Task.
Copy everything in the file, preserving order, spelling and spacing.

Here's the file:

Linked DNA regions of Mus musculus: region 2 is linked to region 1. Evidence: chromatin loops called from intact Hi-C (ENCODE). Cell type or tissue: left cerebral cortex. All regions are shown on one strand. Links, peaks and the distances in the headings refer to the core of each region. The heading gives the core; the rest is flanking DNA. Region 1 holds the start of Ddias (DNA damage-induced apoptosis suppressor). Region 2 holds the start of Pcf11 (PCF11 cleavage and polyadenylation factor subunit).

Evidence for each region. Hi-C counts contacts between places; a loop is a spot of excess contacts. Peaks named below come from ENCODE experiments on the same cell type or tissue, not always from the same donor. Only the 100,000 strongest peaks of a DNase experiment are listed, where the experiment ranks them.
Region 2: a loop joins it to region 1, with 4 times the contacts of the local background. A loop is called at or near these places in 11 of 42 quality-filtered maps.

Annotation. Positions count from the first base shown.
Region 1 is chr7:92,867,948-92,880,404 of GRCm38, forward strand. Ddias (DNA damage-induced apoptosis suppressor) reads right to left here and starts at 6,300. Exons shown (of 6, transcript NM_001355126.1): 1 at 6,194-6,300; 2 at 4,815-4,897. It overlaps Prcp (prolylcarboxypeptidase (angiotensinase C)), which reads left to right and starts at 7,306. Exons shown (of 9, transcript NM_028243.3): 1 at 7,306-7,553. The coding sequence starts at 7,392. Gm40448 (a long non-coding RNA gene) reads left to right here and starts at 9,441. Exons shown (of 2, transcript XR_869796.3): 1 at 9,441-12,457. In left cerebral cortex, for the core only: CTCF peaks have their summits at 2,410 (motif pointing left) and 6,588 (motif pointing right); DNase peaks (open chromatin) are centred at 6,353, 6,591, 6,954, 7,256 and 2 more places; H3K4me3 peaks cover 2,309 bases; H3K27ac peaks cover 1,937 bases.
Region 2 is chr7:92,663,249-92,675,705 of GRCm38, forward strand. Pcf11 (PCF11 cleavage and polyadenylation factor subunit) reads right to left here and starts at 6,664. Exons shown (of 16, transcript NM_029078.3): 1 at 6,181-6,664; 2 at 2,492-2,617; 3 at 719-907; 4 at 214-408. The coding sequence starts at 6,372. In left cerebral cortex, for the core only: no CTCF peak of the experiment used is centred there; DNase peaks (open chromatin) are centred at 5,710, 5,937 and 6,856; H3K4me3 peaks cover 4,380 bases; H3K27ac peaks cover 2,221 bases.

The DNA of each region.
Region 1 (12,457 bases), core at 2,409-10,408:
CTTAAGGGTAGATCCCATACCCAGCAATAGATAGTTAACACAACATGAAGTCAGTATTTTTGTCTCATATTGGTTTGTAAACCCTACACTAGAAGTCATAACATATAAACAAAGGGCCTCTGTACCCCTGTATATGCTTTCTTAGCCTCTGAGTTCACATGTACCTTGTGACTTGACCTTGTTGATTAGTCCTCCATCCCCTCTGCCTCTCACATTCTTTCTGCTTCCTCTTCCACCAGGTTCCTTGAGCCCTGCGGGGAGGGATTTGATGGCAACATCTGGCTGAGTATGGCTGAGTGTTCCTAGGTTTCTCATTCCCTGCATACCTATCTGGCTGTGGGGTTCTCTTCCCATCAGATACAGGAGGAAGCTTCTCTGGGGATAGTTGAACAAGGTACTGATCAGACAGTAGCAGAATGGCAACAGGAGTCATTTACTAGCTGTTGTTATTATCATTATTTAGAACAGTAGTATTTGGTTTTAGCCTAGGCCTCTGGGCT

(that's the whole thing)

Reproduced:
Linked DNA regions of Mus musculus: region 2 is linked to region 1. Evidence: chromatin loops called from intact Hi-C (ENCODE). Cell type or tissue: left cerebral cortex. All regions are shown on one strand. Links, peaks and the distances in the headings refer to the core of each region. The heading gives the core; the rest is flanking DNA. Region 1 holds the start of Ddias (DNA damage-induced apoptosis suppressor). Region 2 holds the start of Pcf11 (PCF11 cleavage and polyadenylation factor subunit).

Evidence for each region. Hi-C counts contacts between places; a loop is a spot of excess contacts. Peaks named below come from ENCODE experiments on the same cell type or tissue, not always from the same donor. Only the 100,000 strongest peaks of a DNase experiment are listed, where the experiment ranks them.
Region 2: a loop joins it to region 1, with 4 times the contacts of the local background. A loop is called at or near these places in 11 of 42 quality-filtered maps.

Annotation. Positions count from the first base shown.
Region 1 is chr7:92,867,948-92,880,404 of GRCm38, forward strand. Ddias (DNA damage-induced apoptosis suppressor) reads right to left here and starts at 6,300. Exons shown (of 6, transcript NM_001355126.1): 1 at 6,194-6,300; 2 at 4,815-4,897. It overlaps Prcp (prolylcarboxypeptidase (angiotensinase C)), which reads left to right and starts at 7,306. Exons shown (of 9, transcript NM_028243.3): 1 at 7,306-7,553. The coding sequence starts at 7,392. Gm40448 (a long non-coding RNA gene) reads left to right here and starts at 9,441. Exons shown (of 2, transcript XR_869796.3): 1 at 9,441-12,457. In left cerebral cortex, for the core only: CTCF peaks have their summits at 2,410 (motif pointing left) and 6,588 (motif pointing right); DNase peaks (open chromatin) are centred at 6,353, 6,591, 6,954, 7,256 and 2 more places; H3K4me3 peaks cover 2,309 bases; H3K27ac peaks cover 1,937 bases.
Region 2 is chr7:92,663,249-92,675,705 of GRCm38, forward strand. Pcf11 (PCF11 cleavage and polyadenylation factor subunit) reads right to left here and starts at 6,664. Exons shown (of 16, transcript NM_029078.3): 1 at 6,181-6,664; 2 at 2,492-2,617; 3 at 719-907; 4 at 214-408. The coding sequence starts at 6,372. In left cerebral cortex, for the core only: no CTCF peak of the experiment used is centred there; DNase peaks (open chromatin) are centred at 5,710, 5,937 and 6,856; H3K4me3 peaks cover 4,380 bases; H3K27ac peaks cover 2,221 bases.

The DNA of each region.
Region 1 (12,457 bases), core at 2,409-10,408:
CTTAAGGGTAGATCCCATACCCAGCAATAGATAGTTAACACAACATGAAGTCAGTATTTTTGTCTCATATTGGTTTGTAAACCCTACACTAGAAGTCATAACATATAAACAAAGGGCCTCTGTACCCCTGTATATGCTTTCTTAGCCTCTGAGTTCACATGTACCTTGTGACTTGACCTTGTTGATTAGTCCTCCATCCCCTCTGCCTCTCACATTCTTTCTGCTTCCTCTTCCACCAGGTTCCTTGAGCCCTGCGGGGAGGGATTTGATGGCAACATCTGGCTGAGTATGGCTGAGTGTTCCTAGGTTTCTCATTCCCTGCATACCTATCTGGCTGTGGGGTTCTCTTCCCATCAGATACAGGAGGAAGCTTCTCTGGGGATAGTTGAACAAGGTACTGATCAGACAGTAGCAGAATGGCAACAGGAGTCATTTACTAGCTGTTGTTATTATCATTATTTAGAACAGTAGTATTTGGTTTTAGCCTAGGCCTCTGGGCT